How Businesses Can Stop Throwing Away Money with Their Trash

Arnold Bowers, Business Solutions Director at ENGIE Insight

Our economy, and the goods it produces, has nearly always been based on a model of “take-make-dispose.” We take natural resources: trees, water, minerals, metals, etc. from our earth, make a product for a consumer to purchase, and then when that product reaches the end of its lifetime, it is sent to a landfill. However, our resources are not limitless, so how can we evolve our production, purchasing, and disposal habits to be more circular—recycling and reusing materials—rather than linear?

Several companies are already incorporating this model and it’s proving to be good for both business and the planet.

In the past five years, firms like the Ellen MacArthur Foundation and the U.S. Chamber of Commerce Foundation have set their sights on spreading the word of a circular economy and the benefits to business and society. The former even released a report revealing that shifting to a circular economy in Europe alone is a $1.8 trillion business opportunity!

Many circular economy concepts are not new and many have been in play for years, like diverting as much waste as possible to recycling or composting and then incinerating what is truly waste. Less materials sent to landfills translate to lower landfill costs. Technological advances in the recycling space allow for “single stream collection”; materials that used to be separated can now be comingled, making it easier to collect and transport to the recycling center.

These advances have increased recycling participation by double digits over the last five years or less.

Some companies are going above and beyond and resolving to find ways to repurpose materials rather than using virgin materials. For example:

  • RepurposedMATERIALS sells industrial equipment to be repurposed for creative uses.
  • Using byproduct synergy, General Biodiesel separates their glycerin, a byproduct of creating biodiesel from used cooking oil, to go into many channels including soap making, pharmaceuticals, cosmetics, absorbent materials manufacturing, and even suppressing dust on dirt roads.
  • Companies, like Philips, are redistributing resources by designing their own products to be broken down into technical nutrients that can then be repaired and reused in their own production system.
  • Businesses have expanded their products. In the past 20 years, the Nike Reuse-A-Shoe has recycled 28 million pairs of expired running shoes into enough field surface to cover Manhattan.
  • New organizations are forming to feed solely the technical nutrient cycle—they collect and refine materials with no current alternative disposal option and recycle them into new products. TerraCycle leverages communities to collect everything from old toothbrushes to Clif Bar wrappers.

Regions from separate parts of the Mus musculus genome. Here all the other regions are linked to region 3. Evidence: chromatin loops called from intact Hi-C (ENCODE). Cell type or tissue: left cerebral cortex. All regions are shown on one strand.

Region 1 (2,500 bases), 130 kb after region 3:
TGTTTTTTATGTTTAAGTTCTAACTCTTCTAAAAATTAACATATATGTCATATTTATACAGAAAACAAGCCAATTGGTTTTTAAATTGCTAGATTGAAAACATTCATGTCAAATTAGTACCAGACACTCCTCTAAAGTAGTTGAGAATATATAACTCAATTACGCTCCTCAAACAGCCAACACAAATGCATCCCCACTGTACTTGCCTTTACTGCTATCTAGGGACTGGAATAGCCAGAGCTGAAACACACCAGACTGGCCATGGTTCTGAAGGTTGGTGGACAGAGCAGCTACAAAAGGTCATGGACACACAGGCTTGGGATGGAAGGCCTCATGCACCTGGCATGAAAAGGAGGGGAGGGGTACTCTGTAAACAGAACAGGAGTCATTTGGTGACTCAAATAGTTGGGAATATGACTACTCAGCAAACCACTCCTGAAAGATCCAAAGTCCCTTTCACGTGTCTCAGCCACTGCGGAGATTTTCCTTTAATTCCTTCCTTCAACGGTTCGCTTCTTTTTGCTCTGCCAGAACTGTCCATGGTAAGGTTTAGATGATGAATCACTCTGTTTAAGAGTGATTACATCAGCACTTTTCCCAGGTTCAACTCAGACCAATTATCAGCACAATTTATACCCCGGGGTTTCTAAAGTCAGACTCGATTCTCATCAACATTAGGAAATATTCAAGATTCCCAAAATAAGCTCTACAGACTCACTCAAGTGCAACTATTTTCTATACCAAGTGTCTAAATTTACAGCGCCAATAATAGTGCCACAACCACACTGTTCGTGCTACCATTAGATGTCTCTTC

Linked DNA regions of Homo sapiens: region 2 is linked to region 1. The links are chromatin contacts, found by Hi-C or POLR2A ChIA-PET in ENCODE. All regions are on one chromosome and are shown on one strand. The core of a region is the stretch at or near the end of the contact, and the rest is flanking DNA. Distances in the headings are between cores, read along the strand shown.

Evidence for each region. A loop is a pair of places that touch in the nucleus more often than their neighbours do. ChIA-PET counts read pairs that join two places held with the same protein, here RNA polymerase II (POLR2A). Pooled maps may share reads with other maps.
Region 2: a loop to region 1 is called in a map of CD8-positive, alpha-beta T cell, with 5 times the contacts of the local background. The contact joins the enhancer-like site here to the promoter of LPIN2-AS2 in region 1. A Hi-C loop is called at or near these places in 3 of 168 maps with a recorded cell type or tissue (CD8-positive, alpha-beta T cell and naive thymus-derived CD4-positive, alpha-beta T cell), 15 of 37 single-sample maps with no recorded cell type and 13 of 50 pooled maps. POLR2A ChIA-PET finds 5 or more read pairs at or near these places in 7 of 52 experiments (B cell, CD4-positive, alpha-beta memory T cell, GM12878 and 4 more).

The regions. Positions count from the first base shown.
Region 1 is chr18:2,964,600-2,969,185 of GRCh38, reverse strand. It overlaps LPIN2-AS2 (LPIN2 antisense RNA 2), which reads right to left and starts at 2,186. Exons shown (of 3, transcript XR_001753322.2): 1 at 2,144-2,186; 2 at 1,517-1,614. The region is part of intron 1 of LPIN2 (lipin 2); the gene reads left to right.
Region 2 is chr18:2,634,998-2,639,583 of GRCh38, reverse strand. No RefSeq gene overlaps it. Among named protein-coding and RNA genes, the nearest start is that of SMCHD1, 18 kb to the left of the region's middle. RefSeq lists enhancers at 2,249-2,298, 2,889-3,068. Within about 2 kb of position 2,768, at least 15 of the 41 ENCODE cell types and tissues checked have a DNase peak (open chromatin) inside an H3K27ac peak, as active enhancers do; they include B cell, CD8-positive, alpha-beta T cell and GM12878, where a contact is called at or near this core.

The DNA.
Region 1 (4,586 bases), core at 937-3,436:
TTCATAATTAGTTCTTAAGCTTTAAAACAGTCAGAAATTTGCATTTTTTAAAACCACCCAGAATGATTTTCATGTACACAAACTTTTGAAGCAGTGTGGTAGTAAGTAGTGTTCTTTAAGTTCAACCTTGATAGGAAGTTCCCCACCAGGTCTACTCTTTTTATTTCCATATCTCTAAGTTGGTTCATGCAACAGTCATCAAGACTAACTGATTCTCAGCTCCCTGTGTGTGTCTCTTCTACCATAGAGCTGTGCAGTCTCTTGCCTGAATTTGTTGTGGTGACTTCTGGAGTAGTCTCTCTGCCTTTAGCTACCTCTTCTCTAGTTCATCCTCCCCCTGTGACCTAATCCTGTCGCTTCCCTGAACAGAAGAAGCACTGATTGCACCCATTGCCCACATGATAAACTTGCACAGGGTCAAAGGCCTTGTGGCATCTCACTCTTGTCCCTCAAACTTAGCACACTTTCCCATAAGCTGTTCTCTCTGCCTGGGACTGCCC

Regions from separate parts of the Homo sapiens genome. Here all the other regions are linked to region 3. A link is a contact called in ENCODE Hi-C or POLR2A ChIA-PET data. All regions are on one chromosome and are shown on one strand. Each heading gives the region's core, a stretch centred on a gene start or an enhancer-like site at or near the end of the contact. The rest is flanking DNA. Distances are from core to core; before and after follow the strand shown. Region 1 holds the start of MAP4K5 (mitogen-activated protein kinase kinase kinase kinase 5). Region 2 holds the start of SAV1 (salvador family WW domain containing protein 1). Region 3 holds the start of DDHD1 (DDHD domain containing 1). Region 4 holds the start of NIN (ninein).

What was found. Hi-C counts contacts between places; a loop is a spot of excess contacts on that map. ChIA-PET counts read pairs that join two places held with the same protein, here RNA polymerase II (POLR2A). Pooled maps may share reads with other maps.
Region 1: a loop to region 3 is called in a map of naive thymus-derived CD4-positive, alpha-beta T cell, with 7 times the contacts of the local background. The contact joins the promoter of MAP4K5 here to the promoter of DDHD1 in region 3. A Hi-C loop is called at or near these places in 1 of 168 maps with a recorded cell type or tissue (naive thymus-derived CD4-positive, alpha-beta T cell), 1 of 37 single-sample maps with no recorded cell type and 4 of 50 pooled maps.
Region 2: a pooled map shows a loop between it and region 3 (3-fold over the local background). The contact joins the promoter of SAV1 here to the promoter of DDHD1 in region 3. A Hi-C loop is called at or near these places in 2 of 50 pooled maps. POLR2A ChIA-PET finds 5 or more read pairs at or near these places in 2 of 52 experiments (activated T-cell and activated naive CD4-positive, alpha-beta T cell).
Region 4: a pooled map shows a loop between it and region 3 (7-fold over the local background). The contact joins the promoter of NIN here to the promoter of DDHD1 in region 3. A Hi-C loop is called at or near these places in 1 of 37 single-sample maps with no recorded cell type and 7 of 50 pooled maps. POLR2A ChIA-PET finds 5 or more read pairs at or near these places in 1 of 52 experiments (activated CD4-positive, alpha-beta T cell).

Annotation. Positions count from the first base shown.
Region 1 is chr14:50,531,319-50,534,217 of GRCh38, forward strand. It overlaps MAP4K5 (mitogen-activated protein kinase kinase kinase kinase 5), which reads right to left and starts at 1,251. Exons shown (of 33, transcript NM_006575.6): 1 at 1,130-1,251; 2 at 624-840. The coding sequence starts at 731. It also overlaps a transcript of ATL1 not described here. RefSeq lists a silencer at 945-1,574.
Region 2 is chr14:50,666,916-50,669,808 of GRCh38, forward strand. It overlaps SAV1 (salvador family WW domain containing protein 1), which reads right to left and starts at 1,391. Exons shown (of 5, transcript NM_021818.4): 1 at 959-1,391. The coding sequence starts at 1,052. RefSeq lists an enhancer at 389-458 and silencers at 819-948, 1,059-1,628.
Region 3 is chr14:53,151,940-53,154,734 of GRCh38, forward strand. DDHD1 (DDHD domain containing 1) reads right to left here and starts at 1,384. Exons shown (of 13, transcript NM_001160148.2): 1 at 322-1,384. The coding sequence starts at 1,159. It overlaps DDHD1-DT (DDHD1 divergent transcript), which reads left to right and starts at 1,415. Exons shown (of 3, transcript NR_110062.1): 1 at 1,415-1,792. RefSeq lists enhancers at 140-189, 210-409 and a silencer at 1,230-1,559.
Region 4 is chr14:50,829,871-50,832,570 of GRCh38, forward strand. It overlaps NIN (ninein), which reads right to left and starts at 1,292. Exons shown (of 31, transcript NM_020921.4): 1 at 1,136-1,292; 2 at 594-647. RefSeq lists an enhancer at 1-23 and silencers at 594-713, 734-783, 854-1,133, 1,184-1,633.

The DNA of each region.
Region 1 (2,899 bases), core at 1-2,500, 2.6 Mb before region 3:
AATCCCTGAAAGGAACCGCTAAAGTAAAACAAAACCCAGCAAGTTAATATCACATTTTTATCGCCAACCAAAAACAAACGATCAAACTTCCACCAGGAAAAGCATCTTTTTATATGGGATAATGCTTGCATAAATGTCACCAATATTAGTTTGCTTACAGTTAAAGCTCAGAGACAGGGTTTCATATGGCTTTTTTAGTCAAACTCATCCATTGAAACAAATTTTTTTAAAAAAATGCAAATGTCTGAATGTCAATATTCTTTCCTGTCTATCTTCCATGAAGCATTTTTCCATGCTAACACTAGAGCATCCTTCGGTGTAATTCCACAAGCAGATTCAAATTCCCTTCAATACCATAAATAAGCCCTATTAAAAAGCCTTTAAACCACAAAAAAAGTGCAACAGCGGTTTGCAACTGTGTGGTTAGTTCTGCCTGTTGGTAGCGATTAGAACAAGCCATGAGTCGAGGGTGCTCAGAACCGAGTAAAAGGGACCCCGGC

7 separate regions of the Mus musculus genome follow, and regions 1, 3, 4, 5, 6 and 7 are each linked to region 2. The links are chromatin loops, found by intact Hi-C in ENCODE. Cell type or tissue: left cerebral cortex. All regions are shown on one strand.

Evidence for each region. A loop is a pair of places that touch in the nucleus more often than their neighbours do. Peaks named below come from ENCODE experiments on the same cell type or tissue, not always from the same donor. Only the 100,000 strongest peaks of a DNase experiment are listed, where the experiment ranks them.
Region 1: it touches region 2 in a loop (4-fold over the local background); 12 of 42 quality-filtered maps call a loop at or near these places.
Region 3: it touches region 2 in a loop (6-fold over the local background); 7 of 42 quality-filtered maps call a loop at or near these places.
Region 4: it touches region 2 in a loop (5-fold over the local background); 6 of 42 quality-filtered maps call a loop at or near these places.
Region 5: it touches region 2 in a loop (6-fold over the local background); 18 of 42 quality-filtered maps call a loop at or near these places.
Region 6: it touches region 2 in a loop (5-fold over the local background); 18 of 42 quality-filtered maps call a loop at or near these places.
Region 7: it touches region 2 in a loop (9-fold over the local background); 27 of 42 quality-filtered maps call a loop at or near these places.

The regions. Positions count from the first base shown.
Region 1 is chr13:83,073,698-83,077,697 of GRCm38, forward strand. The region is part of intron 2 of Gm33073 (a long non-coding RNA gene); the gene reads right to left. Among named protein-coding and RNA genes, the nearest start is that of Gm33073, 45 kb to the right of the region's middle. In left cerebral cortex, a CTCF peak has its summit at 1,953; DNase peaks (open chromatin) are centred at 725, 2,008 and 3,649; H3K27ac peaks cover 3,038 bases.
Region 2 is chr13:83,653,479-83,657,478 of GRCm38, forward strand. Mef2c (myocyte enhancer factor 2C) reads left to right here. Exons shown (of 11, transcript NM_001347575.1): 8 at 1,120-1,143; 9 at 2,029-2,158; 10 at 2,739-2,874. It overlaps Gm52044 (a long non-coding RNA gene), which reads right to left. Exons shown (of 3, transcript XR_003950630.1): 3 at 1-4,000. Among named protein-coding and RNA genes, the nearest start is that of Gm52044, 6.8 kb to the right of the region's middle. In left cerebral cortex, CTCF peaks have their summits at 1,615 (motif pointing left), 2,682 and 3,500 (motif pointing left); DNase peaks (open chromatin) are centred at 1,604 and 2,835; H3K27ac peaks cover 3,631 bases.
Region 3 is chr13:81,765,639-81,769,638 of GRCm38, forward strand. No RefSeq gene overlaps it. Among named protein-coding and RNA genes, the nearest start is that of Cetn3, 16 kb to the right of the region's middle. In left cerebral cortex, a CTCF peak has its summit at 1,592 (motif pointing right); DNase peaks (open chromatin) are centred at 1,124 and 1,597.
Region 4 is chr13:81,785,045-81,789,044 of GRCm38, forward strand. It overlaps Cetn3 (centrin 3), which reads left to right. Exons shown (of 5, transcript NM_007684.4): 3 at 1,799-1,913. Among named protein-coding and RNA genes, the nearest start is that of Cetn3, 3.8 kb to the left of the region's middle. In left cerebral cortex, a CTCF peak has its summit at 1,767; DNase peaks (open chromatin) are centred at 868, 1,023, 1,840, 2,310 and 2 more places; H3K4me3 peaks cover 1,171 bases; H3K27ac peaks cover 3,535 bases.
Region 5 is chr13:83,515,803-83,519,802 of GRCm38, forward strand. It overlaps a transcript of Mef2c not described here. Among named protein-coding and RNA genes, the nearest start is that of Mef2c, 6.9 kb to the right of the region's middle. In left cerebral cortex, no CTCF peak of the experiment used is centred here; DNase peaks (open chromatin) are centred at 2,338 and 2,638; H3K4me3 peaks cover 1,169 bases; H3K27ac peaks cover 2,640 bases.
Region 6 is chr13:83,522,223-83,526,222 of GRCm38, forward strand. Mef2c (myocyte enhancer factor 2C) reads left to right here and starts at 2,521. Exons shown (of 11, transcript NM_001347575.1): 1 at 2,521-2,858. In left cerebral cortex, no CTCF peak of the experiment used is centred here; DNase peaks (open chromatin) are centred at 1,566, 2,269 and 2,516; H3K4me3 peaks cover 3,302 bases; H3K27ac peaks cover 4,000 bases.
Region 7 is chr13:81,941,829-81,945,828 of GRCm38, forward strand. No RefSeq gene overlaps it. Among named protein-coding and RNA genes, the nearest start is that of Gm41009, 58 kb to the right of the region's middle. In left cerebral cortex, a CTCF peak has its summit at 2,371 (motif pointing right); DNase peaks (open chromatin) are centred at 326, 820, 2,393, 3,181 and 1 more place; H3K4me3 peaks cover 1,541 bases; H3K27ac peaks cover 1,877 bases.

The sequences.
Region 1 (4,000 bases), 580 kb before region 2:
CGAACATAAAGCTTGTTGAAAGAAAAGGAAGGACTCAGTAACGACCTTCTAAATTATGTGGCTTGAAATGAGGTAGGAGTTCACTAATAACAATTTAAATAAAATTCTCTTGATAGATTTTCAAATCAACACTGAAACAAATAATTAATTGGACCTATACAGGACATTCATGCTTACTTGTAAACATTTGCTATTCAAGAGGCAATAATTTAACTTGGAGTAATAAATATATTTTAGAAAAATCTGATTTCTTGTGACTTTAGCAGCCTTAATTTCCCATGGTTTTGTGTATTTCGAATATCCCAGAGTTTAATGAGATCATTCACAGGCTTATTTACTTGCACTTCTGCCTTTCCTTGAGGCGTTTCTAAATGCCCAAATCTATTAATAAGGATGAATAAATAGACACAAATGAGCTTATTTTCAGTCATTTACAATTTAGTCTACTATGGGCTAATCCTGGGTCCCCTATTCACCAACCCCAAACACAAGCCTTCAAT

• Companies are accomplishing more together than they could alone. Through the Preserve Gimme 5 program, Whole Foods, Stonyfield Yogurt, Plum Organics, Berry Plastics, Kokua Hawaii Foundation, and Preserve have partnered to recycle plastic feedstock to create new plastic products, like toothbrushes, razors, and even food storage containers.
  • Interface sources materials for carpet tiles from an unexpected place. Floating in the shallow waters off the coast of the Philippines lie thousands of tons of discarded fishing nets, which contain the exact fiber needed to create new carpet tiles. Over the past 5 years, more than 56,000 kg of this net have been removed from the ecosystem and used to create a sellable product. The waste from one industry becomes the feedstock for another.

Disruptions are also occurring in the traditional waste hauling model. For 100+ years, businesses have relied on bins or containers from a hauler that are picked up and hauled away, and the hauler charges for the bin space, no matter how much of it is used. Some of the most exciting innovations today are related to new sensor and “smart bin” technologies that use IoT devices to provide information about the bin size/weight/capacity back to a central system, allowing businesses to confirm how much waste is hauled away and pay for only what they use. This information is also useful for diversion activities and tracking progress to the baseline.

The Earth’s resources are not limitless. We need to move beyond a ‘take, make, dispose’ economy towards one where all materials are treated as precious resources, with nothing thrown away. With proven economic benefits to businesses to recycle more, versus sending all their waste to the landfill, the largest barrier to making key changes to their processes has been removed.

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